Brief description of technology
Phosphogypsum is a byproduct of the phosphate fertilizer industry and emanates from the production of phosphoric acid from rock phosphate. It contains the components like calcium oxide and such rare earth elements as silicon, iron, titanium, magnesium, aluminum and manganese. Cheap and affordable phosphogypsum can be used to improve the productivity of soils with high magnesium content.
Long-term studies demonstrated the beneficial effects of phosphogypsum application in irrigated agriculture for land improvement purposes in the Aral Sea Basin, Central Asia. The evidences are provided by the scientists of the Kazakh water management research institute who conducted field experiments in magnesium–affected soils of southern Kazakhstan (100 ha, the Arys Turkestan area) with the aim of increasing the cotton and winter wheat yields. The application of 4-8 tons ha-1 had resulted in cotton yields increase from 10 centers up to 20-35 centners ha-1. The effect of phosphogypsum continued during 5-6 years after its application.
The technology had been tested together with the local farmers within the framework of ADB and ICARDA supported research projects.
Phosphogypsum improves soil quality and soil fertility, increases the calcium and phosphorus content, enhances crop growth and development, increases infiltration rates and irrigation water saving by 25-35 %. Application of PG raises soil moisture uniformity; reduces technological losses of water for evaporation and runoff from the irrigated soils up to 2 times, provides uniform plant development. Phosphogypsum is recommended for takyr and alkali soils for improving soil quality and productivity.
Large quantities of phosphogypsum are available in Kazakhstan that can be used to increase the productivity of high magnesium soils by farmers at an affordable cost in Kazakhstan and elsewhere in Central Asia.
Efficiency of phosphogypsum
In Kazakhstan and CAC countries the traditional methods to combat soil salinity and water logging had led to a reduced content of organic matter and gypsum in the soils, as well as deterioration of soil physical and chemical properties due to soil sodicity. The significant part of irrigated soils has “takyr” properties meaning their high compactness and low permeability. When irrigated such soils are swollen, and under dry conditions the deep cracks are formed. It negatively impacts the productivity of agricultural crops. Nowadays, about 30 % of irrigated soils in southern Kazakhstan are compact with low soil permeability.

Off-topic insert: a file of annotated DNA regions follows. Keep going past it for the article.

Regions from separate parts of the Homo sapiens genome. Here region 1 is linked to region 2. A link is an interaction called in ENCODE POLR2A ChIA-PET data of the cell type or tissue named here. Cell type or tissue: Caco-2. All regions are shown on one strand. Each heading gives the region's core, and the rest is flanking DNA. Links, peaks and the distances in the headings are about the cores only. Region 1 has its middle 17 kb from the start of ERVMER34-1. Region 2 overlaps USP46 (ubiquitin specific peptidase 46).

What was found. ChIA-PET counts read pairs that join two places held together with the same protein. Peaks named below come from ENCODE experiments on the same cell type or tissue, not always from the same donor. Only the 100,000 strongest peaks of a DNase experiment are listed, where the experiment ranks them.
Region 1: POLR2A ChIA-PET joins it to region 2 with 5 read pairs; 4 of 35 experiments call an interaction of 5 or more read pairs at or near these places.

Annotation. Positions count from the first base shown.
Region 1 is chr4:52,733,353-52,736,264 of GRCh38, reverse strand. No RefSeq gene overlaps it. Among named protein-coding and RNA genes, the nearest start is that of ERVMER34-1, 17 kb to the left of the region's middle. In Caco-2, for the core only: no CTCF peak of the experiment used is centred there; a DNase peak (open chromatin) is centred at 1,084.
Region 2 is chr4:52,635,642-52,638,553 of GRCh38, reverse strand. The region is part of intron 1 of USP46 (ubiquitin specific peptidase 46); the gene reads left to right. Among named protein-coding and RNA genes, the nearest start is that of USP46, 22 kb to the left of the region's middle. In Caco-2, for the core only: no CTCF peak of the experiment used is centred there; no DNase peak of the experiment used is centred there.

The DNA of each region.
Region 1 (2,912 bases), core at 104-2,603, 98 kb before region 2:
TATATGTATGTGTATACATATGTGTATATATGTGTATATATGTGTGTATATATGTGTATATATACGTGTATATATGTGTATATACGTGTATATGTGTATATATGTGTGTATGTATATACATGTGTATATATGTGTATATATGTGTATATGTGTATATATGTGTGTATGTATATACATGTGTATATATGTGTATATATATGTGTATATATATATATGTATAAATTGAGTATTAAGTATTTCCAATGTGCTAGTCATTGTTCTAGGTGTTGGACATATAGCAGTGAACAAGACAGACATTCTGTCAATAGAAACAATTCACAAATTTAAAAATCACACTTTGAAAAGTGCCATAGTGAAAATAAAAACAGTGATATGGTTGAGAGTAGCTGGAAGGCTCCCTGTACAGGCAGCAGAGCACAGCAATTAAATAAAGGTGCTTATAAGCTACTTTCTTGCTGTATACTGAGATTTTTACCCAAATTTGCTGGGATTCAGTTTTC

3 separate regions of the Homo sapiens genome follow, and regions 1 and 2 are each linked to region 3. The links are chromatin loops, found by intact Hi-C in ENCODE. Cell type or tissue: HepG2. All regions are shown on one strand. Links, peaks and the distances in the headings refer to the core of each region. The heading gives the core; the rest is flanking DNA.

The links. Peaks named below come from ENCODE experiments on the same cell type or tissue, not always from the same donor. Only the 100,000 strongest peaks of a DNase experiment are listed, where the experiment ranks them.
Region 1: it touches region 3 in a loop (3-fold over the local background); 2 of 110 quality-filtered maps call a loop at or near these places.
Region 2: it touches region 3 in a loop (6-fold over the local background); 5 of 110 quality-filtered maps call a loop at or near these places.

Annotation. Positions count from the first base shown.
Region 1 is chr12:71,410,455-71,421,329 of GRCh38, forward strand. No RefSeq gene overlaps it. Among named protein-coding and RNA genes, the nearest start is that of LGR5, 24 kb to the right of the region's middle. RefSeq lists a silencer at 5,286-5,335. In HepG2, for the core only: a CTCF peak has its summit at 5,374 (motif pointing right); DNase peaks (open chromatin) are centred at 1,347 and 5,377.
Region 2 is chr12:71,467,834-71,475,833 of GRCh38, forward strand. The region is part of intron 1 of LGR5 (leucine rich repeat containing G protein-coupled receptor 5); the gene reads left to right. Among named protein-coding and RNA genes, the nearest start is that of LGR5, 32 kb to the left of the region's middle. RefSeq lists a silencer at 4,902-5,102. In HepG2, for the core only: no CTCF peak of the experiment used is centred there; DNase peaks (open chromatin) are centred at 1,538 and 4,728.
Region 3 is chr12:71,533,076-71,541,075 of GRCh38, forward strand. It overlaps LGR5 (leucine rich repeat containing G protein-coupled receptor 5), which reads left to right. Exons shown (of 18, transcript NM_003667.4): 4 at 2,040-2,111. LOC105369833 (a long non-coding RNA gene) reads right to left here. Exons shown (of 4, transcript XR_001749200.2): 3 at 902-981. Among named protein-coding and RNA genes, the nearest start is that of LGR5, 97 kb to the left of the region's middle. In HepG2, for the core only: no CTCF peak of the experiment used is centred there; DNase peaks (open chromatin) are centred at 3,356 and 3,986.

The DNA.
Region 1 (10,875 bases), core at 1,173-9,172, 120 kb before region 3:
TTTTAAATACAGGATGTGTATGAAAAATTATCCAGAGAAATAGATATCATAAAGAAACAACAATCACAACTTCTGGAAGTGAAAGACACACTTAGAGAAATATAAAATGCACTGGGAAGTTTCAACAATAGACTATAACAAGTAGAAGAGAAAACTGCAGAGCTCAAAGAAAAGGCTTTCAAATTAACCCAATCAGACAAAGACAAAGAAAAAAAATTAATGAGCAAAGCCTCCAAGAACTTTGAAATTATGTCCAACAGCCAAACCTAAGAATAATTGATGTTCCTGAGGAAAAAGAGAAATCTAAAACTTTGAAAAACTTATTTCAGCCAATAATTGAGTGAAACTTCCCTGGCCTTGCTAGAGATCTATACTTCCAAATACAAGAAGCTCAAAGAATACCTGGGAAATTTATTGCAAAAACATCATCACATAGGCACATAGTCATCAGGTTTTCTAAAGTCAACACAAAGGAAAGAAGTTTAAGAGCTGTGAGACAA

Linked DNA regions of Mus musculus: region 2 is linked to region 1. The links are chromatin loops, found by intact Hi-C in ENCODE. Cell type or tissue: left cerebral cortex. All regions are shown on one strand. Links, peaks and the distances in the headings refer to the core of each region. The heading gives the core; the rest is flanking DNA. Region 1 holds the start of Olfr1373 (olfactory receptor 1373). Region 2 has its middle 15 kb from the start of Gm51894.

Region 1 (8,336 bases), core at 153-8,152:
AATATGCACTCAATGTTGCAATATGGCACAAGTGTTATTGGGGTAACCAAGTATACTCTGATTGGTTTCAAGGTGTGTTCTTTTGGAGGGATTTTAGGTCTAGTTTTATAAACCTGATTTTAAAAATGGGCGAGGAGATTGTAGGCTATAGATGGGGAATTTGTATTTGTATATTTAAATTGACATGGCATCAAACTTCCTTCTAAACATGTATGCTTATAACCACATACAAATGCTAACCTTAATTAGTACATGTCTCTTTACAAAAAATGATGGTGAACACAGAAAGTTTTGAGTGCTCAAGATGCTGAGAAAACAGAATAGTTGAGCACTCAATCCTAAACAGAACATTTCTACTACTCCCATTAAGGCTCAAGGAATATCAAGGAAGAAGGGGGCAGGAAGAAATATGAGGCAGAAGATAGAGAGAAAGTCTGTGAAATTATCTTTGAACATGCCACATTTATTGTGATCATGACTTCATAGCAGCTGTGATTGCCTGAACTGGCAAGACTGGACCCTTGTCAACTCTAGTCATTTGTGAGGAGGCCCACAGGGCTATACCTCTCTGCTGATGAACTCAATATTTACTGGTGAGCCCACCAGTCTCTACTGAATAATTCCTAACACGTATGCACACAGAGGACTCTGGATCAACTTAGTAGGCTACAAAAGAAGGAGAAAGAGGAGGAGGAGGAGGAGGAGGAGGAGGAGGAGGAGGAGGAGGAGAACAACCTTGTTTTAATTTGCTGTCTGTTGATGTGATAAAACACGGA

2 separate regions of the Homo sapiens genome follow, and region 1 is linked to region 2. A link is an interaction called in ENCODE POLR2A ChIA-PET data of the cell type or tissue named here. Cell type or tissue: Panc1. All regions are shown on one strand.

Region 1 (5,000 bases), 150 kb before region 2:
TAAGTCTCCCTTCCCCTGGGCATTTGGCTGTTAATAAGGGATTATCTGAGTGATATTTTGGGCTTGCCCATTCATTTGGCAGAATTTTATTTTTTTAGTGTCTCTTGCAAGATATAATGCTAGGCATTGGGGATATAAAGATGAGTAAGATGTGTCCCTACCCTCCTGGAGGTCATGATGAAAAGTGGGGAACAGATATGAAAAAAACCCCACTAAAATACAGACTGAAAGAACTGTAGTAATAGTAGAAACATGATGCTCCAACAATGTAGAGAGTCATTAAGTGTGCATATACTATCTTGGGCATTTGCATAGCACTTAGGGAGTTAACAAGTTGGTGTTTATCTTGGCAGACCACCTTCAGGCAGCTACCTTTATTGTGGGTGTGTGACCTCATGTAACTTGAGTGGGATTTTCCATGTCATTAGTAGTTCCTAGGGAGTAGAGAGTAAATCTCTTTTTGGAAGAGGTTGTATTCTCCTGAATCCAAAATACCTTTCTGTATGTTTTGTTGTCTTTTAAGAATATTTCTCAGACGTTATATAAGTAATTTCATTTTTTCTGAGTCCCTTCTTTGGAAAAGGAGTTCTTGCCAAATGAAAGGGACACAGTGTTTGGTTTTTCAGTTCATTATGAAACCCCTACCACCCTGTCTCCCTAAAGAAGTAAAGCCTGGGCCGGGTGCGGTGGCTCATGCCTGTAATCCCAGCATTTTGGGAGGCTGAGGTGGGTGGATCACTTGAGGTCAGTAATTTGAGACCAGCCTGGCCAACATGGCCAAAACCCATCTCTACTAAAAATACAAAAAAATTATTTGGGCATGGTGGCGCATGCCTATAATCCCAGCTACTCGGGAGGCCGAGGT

The magnesium–affected soils are found in the Aral Sea Basin, Central Asia, whilst more than 30% of the irrigated lands in southern Kazakhstan consist of soils that have exchangeable magnesium percentage (EMP) in the range of 25-45 %, and in some cases, as high as 60%. A typical example of high magnesium soils and irrigation waters is found in the Arys Turkestan area, southern Kazakhstan (Fig.1), where land degradation and gradual decline in cotton and winter wheat yields affect the livelihoods of crop farmers. About half of the irrigation land fund requires reclamation measures.
Photo 1. Map of southern Kazakhstan indicating Arys Turkestan canal command area with high-magnesium soils
The problem becomes more complex when the magnesium concentrations are higher than calcium in irrigation water. The Arys Turkestan canal command area is a typical example where excess levels of magnesium are present in both soil and irrigation water. Cotton is a major crop cultivated in approx. 95% of crop area. Consequently, there has been a gradual decrease in cotton (Gossypium hirsutum L.) yields. Despite its low productivity the farmers rely heavily on this crop for their livelihoods and farm income (Fig.2). Other important crop is winter wheat (Triticum aestivum L.), which is also affected by soil degradation.
Photo 2. Patchy growth of cotton on a high-magnesium soil without additional calcium (gypsum or phosphogypsum)
When magnesium dominant soils are plowed they typically form massive clods that impede the flow of water down the furrows and across irrigated fields resulting in poor water distribution (Figure 3). The problem becomes more complex when the magnesium concentrations are higher than calcium in irrigation water. Consequently, there has been a gradual decrease in cotton (Gossypium hirsutum L.) and winter wheat (Triticum aestivum L.) yields, whilst the farmers rely heavily on these crops for their livelihoods despite low productivity.
Photo 3. Typical takyr high-magnesium soils. Clods formed after irrigation, impacting hydraulic properties and water flow rate